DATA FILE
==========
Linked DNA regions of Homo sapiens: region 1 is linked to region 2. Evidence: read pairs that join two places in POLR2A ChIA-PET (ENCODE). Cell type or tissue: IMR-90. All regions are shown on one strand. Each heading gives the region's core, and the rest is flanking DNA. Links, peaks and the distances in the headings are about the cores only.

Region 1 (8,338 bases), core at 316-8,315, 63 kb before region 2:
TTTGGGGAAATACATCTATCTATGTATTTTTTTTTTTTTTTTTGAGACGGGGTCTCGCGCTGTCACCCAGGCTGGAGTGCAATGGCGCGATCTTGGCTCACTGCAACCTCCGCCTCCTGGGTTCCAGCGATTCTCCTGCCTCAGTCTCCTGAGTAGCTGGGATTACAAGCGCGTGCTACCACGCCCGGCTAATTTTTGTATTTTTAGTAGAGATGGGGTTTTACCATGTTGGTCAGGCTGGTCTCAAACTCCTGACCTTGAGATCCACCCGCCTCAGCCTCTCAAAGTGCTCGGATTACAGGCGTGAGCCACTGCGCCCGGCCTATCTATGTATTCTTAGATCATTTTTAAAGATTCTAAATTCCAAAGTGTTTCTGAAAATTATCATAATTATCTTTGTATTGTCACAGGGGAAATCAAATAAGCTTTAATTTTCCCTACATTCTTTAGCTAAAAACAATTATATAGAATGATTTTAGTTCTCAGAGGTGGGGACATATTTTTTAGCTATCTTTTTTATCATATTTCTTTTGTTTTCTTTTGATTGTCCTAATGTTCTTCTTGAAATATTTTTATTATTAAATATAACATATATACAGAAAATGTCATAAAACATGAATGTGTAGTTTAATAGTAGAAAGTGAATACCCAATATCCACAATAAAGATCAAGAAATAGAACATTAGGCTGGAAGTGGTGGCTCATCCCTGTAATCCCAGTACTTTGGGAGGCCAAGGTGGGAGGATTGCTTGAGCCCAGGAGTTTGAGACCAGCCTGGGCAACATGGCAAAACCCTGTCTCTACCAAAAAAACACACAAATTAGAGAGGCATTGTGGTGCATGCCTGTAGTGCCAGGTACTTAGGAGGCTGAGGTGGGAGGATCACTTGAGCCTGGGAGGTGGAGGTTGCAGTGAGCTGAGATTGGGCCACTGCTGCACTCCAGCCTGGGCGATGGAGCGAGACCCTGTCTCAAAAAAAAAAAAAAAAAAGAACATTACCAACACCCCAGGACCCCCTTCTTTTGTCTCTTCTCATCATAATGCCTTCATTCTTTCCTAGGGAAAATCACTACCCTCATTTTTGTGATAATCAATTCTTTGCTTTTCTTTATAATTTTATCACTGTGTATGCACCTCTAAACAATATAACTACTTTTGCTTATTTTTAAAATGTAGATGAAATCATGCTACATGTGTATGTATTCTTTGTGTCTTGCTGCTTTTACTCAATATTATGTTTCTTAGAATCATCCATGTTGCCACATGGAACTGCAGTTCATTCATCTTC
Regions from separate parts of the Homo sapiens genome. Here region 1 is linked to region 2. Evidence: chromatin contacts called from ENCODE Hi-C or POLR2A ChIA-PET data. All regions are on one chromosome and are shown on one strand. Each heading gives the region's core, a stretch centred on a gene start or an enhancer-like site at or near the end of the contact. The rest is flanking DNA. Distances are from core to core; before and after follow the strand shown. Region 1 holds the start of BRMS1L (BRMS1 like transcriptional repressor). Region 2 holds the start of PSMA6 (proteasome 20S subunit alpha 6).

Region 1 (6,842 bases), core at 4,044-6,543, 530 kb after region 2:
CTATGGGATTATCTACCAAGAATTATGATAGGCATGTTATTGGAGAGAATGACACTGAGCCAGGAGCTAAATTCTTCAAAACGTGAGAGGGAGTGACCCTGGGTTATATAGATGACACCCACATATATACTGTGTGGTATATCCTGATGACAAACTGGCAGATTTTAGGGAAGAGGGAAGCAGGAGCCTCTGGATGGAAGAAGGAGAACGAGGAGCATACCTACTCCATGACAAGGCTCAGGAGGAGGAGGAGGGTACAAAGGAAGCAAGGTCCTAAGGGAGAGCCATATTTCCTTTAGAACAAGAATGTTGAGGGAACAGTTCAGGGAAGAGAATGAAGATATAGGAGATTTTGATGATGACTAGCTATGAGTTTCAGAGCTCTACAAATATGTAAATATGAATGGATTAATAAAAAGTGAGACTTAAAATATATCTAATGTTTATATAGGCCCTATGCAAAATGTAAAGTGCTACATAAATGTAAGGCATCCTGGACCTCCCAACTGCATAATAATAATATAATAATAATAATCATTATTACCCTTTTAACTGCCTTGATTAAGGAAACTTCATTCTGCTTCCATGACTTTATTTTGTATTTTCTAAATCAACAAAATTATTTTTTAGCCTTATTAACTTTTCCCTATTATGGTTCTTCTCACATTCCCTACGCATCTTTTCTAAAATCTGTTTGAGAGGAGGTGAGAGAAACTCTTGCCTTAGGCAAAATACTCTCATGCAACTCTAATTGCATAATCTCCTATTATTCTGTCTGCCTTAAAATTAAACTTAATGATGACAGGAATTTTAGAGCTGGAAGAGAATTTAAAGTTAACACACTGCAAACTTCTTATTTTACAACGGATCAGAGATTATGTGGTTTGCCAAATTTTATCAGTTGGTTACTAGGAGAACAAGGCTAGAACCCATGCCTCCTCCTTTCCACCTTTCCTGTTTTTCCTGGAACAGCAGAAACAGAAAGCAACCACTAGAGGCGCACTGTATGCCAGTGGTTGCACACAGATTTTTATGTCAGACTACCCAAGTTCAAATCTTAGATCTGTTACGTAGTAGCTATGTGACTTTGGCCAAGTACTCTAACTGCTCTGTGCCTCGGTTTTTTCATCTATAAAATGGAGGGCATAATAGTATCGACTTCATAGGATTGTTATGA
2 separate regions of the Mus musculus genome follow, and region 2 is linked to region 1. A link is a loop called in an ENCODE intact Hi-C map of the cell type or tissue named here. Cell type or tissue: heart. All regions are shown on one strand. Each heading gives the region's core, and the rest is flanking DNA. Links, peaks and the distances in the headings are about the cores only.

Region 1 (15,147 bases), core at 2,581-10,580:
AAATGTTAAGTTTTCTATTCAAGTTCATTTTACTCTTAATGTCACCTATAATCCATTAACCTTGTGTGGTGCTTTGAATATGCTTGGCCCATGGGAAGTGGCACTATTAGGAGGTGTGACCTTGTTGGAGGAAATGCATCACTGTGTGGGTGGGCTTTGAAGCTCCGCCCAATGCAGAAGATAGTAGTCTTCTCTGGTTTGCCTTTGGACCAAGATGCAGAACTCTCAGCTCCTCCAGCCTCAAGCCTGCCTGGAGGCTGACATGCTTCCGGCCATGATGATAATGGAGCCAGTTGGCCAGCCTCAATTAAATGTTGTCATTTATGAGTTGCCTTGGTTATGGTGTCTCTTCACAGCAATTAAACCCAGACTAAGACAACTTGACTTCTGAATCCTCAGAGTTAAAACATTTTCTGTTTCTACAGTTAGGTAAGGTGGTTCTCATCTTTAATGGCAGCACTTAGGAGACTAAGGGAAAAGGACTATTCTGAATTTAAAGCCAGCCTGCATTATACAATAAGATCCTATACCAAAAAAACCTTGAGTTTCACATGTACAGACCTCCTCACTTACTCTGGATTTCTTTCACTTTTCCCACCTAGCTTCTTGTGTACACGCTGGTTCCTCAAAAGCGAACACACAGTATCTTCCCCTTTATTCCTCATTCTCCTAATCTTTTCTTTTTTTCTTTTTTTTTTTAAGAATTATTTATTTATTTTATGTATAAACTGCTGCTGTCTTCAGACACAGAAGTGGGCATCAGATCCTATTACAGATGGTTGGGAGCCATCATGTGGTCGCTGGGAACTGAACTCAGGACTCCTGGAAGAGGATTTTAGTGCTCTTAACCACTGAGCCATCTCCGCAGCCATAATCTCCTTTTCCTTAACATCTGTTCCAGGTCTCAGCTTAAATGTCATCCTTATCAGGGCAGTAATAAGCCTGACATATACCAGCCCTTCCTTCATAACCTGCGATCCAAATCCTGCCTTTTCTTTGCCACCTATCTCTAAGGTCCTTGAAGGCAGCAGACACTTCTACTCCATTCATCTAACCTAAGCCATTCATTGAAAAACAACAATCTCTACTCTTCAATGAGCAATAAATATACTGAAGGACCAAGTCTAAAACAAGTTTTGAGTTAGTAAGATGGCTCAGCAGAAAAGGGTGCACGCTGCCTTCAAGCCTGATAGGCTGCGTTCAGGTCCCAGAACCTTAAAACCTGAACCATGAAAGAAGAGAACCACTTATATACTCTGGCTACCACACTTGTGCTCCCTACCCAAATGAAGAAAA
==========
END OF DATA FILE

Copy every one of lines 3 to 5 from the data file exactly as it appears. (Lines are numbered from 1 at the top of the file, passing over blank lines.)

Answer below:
TTTGGGGAAATACATCTATCTATGTATTTTTTTTTTTTTTTTTGAGACGGGGTCTCGCGCTGTCACCCAGGCTGGAGTGCAATGGCGCGATCTTGGCTCACTGCAACCTCCGCCTCCTGGGTTCCAGCGATTCTCCTGCCTCAGTCTCCTGAGTAGCTGGGATTACAAGCGCGTGCTACCACGCCCGGCTAATTTTTGTATTTTTAGTAGAGATGGGGTTTTACCATGTTGGTCAGGCTGGTCTCAAACTCCTGACCTTGAGATCCACCCGCCTCAGCCTCTCAAAGTGCTCGGATTACAGGCGTGAGCCACTGCGCCCGGCCTATCTATGTATTCTTAGATCATTTTTAAAGATTCTAAATTCCAAAGTGTTTCTGAAAATTATCATAATTATCTTTGTATTGTCACAGGGGAAATCAAATAAGCTTTAATTTTCCCTACATTCTTTAGCTAAAAACAATTATATAGAATGATTTTAGTTCTCAGAGGTGGGGACATATTTTTTAGCTATCTTTTTTATCATATTTCTTTTGTTTTCTTTTGATTGTCCTAATGTTCTTCTTGAAATATTTTTATTATTAAATATAACATATATACAGAAAATGTCATAAAACATGAATGTGTAGTTTAATAGTAGAAAGTGAATACCCAATATCCACAATAAAGATCAAGAAATAGAACATTAGGCTGGAAGTGGTGGCTCATCCCTGTAATCCCAGTACTTTGGGAGGCCAAGGTGGGAGGATTGCTTGAGCCCAGGAGTTTGAGACCAGCCTGGGCAACATGGCAAAACCCTGTCTCTACCAAAAAAACACACAAATTAGAGAGGCATTGTGGTGCATGCCTGTAGTGCCAGGTACTTAGGAGGCTGAGGTGGGAGGATCACTTGAGCCTGGGAGGTGGAGGTTGCAGTGAGCTGAGATTGGGCCACTGCTGCACTCCAGCCTGGGCGATGGAGCGAGACCCTGTCTCAAAAAAAAAAAAAAAAAAGAACATTACCAACACCCCAGGACCCCCTTCTTTTGTCTCTTCTCATCATAATGCCTTCATTCTTTCCTAGGGAAAATCACTACCCTCATTTTTGTGATAATCAATTCTTTGCTTTTCTTTATAATTTTATCACTGTGTATGCACCTCTAAACAATATAACTACTTTTGCTTATTTTTAAAATGTAGATGAAATCATGCTACATGTGTATGTATTCTTTGTGTCTTGCTGCTTTTACTCAATATTATGTTTCTTAGAATCATCCATGTTGCCACATGGAACTGCAGTTCATTCATCTTC
Regions from separate parts of the Homo sapiens genome. Here region 1 is linked to region 2. Evidence: chromatin contacts called from ENCODE Hi-C or POLR2A ChIA-PET data. All regions are on one chromosome and are shown on one strand. Each heading gives the region's core, a stretch centred on a gene start or an enhancer-like site at or near the end of the contact. The rest is flanking DNA. Distances are from core to core; before and after follow the strand shown. Region 1 holds the start of BRMS1L (BRMS1 like transcriptional repressor). Region 2 holds the start of PSMA6 (proteasome 20S subunit alpha 6).

Region 1 (6,842 bases), core at 4,044-6,543, 530 kb after region 2: